Happy employees a high priority at Providence

System promotes career advancement

Recruiting and retaining qualified employees is an ongoing concern for access managers, who are in the position of offering comparatively low wages for a job that just keeps getting more complicated.

Providence Health System in Portland, OR, has taken a proactive approach to this industrywide challenge, making employee satisfaction a strategic objective and designing programs aimed at keeping morale high, says Barbara Wegner, CHAM, regional director for access services.

It is a Providence policy, for example, that before any job openings are advertised outside the system, they are first made available to employees through postings on the organization’s intranet. "You could be looking at hundreds of positions each week, and if they have the skills or qualifications, priority is given to employees."

That and other initiatives have paid off, Wegner says, with Providence routinely ranked as one of the state’s top employers and employee satisfaction surveys showing better results each year. The health system has been listed as one of the 100 best companies to work for by Oregon Business Magazine, and two of its hospitals, Providence St. Vincent and Providence Portland, were included in the "100 Top Hospitals" ranking by Solucient, an Evanston, IL, company that provides health care intelligence and benchmark information.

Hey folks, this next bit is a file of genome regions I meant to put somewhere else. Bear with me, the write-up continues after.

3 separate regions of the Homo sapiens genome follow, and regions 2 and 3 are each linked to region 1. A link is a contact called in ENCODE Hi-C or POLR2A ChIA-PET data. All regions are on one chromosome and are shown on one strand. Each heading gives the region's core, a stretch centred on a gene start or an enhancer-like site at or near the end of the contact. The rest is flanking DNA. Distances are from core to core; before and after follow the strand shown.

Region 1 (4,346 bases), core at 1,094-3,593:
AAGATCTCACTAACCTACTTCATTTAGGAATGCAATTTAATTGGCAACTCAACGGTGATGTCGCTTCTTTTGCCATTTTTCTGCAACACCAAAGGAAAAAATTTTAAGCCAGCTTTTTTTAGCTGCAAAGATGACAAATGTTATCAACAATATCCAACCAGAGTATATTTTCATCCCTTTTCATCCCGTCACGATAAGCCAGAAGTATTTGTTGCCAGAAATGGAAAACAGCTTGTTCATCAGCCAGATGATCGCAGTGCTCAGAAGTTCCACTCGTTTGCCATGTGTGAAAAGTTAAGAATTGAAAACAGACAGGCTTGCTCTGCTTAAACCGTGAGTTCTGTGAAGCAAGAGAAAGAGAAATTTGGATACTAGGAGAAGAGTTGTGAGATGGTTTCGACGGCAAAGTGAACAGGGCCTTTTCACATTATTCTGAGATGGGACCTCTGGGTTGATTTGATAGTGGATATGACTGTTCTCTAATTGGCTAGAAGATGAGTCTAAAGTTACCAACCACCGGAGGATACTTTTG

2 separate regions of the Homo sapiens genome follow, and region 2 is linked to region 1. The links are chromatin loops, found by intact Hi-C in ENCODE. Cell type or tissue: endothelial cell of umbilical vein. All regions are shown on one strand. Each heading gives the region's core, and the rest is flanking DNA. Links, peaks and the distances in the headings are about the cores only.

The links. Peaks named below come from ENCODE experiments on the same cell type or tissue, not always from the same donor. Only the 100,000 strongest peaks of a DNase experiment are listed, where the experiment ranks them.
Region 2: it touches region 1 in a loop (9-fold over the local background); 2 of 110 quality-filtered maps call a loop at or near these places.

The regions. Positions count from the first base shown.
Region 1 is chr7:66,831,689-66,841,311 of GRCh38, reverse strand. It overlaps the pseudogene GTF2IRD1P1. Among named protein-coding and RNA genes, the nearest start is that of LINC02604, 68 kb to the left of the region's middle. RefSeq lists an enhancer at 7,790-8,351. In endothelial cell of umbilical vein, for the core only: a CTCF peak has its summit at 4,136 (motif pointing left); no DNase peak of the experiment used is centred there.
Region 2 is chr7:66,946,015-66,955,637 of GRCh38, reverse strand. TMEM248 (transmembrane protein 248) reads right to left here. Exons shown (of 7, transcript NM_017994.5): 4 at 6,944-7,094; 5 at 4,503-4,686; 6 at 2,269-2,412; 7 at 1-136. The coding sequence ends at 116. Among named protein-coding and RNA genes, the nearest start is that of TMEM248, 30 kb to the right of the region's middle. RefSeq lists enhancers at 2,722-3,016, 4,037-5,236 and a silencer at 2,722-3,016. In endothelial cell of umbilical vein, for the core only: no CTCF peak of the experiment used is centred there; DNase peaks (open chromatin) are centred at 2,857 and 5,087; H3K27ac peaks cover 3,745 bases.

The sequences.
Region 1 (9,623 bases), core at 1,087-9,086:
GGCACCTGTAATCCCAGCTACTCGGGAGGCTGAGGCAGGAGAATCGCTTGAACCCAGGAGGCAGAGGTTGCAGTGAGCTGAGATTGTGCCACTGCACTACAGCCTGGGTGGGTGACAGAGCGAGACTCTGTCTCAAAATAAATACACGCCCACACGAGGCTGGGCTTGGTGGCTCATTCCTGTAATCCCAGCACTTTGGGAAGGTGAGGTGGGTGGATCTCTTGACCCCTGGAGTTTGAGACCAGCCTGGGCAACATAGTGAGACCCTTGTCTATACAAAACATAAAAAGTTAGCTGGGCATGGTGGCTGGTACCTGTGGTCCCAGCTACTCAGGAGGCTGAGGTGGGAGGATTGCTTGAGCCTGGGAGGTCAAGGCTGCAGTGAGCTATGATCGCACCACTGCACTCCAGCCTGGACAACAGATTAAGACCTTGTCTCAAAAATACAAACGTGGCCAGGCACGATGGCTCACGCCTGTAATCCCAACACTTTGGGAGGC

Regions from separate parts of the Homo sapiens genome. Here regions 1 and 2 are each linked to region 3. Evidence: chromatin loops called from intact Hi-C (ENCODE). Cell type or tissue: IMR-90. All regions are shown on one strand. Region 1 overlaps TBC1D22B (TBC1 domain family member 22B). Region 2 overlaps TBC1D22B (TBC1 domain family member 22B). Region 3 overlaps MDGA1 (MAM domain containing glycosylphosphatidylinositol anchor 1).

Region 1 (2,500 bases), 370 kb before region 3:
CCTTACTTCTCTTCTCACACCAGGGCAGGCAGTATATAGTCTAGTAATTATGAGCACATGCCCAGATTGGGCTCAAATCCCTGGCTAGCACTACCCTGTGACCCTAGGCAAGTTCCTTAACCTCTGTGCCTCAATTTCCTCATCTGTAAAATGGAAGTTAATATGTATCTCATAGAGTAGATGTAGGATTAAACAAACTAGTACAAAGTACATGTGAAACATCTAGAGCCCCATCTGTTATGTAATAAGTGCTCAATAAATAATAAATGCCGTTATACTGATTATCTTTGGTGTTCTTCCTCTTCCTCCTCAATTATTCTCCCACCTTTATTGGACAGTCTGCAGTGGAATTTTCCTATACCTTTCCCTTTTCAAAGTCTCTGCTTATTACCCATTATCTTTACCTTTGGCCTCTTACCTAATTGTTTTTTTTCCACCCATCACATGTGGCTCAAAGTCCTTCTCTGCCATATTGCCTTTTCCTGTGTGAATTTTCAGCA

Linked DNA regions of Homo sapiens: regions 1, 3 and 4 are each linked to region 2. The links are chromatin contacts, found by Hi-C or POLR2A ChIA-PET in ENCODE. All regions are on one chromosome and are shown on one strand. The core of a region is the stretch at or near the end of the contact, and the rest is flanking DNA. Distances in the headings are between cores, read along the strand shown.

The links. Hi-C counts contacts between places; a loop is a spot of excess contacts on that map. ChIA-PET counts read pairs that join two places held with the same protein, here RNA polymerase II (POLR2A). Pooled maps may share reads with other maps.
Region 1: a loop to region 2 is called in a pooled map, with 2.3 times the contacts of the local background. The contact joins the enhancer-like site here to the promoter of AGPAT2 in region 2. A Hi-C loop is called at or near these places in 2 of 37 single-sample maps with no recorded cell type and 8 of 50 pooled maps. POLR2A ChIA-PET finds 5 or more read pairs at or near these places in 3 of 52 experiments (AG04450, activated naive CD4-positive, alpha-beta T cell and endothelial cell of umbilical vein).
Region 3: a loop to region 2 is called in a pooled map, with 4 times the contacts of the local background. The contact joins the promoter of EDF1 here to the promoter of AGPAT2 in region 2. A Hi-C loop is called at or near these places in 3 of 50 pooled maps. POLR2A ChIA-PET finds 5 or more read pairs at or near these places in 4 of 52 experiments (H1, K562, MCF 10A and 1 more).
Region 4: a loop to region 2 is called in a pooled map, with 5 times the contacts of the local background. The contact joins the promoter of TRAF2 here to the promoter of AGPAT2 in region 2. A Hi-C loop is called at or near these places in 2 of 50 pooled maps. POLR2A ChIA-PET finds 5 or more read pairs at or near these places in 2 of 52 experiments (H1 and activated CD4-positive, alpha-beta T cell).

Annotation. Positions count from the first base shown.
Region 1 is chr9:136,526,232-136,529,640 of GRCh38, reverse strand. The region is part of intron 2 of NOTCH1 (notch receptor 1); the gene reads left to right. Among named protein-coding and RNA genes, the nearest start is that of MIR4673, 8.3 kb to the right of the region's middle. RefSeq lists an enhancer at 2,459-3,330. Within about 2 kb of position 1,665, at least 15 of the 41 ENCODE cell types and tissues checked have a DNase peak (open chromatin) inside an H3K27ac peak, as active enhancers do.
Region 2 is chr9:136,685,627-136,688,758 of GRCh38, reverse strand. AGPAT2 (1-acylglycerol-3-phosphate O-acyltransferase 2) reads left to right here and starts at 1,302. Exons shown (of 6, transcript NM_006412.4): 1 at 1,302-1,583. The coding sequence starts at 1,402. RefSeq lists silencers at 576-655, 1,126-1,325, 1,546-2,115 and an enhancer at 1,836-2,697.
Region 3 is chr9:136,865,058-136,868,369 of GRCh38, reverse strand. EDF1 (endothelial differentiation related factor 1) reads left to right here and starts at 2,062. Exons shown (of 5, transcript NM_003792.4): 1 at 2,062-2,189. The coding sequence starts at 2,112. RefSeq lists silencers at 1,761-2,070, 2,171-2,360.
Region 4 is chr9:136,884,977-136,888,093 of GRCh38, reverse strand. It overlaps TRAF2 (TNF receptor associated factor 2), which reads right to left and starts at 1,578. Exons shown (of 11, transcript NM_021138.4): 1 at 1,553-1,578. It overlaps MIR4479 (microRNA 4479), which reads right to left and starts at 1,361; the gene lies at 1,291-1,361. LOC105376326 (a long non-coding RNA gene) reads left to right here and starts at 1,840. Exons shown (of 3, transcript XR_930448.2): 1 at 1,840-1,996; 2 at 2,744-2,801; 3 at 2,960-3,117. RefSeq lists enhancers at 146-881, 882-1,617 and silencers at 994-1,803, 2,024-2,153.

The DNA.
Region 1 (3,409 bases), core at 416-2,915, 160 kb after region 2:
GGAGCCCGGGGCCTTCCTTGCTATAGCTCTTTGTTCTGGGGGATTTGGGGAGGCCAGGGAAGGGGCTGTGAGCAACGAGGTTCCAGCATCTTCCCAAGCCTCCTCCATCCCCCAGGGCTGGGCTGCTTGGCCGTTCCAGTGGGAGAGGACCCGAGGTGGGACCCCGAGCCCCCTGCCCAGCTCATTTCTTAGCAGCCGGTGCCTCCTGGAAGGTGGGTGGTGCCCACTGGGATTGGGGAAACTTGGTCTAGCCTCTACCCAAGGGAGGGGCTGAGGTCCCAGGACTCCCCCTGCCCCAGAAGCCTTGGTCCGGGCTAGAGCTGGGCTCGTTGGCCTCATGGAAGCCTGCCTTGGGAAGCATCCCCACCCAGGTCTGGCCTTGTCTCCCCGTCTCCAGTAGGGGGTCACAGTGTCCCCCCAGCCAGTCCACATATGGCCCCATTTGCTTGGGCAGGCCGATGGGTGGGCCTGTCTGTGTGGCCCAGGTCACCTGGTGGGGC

Training and education

A strong training and ongoing education program, combined with the opportunity for career advancement, has resulted in a highly qualified, experienced access staff, she notes. "There are certain spots within access services that have almost no turnover."

One of those spots is central access services, where 50-60 employees handle scheduling, preadmission, insurance verification, and customer service calls, Wegner says. "Everybody is happy, there is very high productivity, and the quality and quantity of work is exceptional."

"They love the manager and the supervisor," she says, having just walked through the area during a "Boss’s Day" observance arranged and paid for by the staff. The access quality and training analysts comprise another group of employees with very little turnover, Wegner adds.

Confidence in their abilities, a good work environment and a sense that their work is valued by the organization are "absolutely more important" than salary when it comes to keeping employees happy, Wegner adds.

"Most companies have benefit and wage packages that they use to attract employees, but most surveys reflect that although that is important, it’s not the most important factor," adds Barbara Amato, SPHR, system director for sourcing and recruitment for Providence Health System. "They’re looking at work environment, how employees get along, how they’re supported by management, and the opportunities for growth."

With that in mind, Amato says, Providence has implemented a full employee assistance program that includes:

  • career counseling from master’s-prepared counselors for not only the employee, but also the employee’s immediate family;
  • elder care and day care referral sources and, at many of the larger facilities, on-site day care;
  • workout facilities with trainers on staff;
  • meditation rooms where employees can take a break from the pressures of their workday;
  • a program, beginning in 2003, that allows incumbent staff to work part-time and attend school, supported with full tuition and a stipend, while retaining full job benefits.

A registrar, for example, who wanted to move into the higher-paid position of radiology technician, could take advantage of that program, she adds, with the stipulation that he or she would make a two-year commitment to work at Providence.